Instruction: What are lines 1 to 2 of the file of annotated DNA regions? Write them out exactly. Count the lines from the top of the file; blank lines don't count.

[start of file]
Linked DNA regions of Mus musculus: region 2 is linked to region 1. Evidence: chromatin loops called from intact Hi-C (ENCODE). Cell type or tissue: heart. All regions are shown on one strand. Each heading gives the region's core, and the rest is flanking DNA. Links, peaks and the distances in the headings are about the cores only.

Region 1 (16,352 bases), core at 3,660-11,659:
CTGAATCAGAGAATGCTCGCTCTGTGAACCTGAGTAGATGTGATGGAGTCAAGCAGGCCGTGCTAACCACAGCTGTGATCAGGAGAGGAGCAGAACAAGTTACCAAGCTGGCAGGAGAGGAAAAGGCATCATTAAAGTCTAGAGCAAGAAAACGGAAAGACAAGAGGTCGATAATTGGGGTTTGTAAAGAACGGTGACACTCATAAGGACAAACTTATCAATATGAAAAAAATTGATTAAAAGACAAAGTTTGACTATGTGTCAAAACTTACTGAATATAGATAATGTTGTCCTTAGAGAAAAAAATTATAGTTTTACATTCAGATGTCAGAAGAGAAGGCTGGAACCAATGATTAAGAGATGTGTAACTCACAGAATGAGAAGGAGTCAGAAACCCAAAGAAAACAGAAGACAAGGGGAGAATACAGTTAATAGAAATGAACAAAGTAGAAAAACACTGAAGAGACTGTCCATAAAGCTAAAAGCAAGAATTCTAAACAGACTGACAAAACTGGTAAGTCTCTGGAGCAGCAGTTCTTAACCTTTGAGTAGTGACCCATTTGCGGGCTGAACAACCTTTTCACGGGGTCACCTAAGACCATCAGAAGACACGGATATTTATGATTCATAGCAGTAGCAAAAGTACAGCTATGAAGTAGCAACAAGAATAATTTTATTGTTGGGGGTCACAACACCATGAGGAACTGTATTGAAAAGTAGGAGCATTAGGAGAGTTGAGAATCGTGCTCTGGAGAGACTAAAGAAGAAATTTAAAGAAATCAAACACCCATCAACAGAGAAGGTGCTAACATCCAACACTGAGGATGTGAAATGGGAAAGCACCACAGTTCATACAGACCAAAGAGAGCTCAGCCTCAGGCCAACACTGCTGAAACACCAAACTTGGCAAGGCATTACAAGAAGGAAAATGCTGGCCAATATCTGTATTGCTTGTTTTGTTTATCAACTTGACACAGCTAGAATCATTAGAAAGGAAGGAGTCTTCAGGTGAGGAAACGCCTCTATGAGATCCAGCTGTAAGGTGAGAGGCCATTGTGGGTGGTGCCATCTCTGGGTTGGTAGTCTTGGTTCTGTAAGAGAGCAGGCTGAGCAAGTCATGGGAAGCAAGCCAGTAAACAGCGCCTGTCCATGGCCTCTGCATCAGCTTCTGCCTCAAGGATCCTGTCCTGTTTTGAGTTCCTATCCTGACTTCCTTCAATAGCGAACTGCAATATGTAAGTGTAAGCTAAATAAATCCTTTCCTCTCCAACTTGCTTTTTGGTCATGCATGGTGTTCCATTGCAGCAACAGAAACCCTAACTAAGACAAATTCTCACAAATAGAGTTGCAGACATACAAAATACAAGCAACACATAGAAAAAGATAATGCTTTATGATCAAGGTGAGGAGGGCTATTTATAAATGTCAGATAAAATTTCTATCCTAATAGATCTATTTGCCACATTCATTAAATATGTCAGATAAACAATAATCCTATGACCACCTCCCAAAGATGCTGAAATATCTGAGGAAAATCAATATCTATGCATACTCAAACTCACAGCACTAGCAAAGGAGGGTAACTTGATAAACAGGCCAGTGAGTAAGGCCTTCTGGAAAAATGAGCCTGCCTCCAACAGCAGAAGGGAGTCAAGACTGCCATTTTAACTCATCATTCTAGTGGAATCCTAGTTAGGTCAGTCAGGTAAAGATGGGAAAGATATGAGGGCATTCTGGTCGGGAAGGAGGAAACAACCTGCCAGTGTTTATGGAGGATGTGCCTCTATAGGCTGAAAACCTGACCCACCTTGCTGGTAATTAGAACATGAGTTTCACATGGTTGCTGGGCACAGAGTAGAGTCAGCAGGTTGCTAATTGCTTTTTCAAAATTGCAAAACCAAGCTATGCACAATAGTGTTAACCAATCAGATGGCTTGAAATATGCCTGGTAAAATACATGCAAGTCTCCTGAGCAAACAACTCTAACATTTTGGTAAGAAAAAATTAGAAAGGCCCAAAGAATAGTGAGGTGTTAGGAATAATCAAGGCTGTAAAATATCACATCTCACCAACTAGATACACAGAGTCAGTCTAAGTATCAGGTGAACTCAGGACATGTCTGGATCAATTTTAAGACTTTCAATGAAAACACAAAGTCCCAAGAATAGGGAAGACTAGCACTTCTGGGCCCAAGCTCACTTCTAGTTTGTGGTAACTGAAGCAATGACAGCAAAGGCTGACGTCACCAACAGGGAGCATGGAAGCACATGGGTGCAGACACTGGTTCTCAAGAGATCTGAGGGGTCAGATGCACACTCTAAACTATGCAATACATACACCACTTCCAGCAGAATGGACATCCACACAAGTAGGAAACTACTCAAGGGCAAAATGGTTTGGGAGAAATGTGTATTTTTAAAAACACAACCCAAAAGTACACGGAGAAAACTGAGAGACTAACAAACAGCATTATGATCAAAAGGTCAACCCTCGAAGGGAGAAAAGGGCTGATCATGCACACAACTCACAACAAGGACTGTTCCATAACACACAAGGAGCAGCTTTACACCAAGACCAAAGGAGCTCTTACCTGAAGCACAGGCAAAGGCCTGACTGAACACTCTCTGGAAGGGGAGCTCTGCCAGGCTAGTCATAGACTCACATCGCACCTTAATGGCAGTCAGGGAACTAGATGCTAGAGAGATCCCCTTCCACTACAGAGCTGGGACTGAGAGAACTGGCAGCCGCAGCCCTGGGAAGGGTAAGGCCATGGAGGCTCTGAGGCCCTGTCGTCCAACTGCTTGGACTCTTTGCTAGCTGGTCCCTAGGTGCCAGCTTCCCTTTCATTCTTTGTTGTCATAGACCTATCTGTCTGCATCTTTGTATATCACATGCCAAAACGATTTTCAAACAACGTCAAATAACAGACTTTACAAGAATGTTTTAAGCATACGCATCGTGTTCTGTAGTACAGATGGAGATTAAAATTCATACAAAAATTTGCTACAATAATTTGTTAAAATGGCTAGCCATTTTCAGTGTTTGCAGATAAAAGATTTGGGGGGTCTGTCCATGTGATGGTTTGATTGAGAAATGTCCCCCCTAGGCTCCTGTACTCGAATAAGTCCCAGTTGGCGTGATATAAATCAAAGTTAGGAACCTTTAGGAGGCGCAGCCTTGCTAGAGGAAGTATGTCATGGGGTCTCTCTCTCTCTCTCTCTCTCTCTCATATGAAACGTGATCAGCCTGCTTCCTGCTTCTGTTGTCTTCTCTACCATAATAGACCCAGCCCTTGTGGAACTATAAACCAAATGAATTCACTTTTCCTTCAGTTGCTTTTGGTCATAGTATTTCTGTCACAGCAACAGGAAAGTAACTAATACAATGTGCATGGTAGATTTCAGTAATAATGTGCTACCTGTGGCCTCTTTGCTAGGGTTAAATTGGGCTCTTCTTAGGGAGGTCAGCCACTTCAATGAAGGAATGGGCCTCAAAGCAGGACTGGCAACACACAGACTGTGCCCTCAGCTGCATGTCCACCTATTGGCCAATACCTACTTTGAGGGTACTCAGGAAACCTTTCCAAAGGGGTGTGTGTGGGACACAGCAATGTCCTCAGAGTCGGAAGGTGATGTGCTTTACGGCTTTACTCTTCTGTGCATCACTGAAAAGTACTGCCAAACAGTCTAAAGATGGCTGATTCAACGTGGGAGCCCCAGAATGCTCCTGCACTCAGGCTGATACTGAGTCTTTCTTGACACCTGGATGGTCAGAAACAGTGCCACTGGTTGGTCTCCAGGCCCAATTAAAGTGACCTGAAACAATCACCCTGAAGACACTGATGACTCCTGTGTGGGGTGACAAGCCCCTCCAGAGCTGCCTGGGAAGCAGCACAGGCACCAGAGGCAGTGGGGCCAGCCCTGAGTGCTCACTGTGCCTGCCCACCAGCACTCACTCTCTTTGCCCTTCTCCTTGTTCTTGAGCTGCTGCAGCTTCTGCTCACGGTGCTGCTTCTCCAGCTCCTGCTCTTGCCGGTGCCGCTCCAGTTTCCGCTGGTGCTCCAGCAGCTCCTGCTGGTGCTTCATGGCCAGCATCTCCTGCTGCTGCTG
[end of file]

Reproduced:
Linked DNA regions of Mus musculus: region 2 is linked to region 1. Evidence: chromatin loops called from intact Hi-C (ENCODE). Cell type or tissue: heart. All regions are shown on one strand. Each heading gives the region's core, and the rest is flanking DNA. Links, peaks and the distances in the headings are about the cores only.

Region 1 (16,352 bases), core at 3,660-11,659: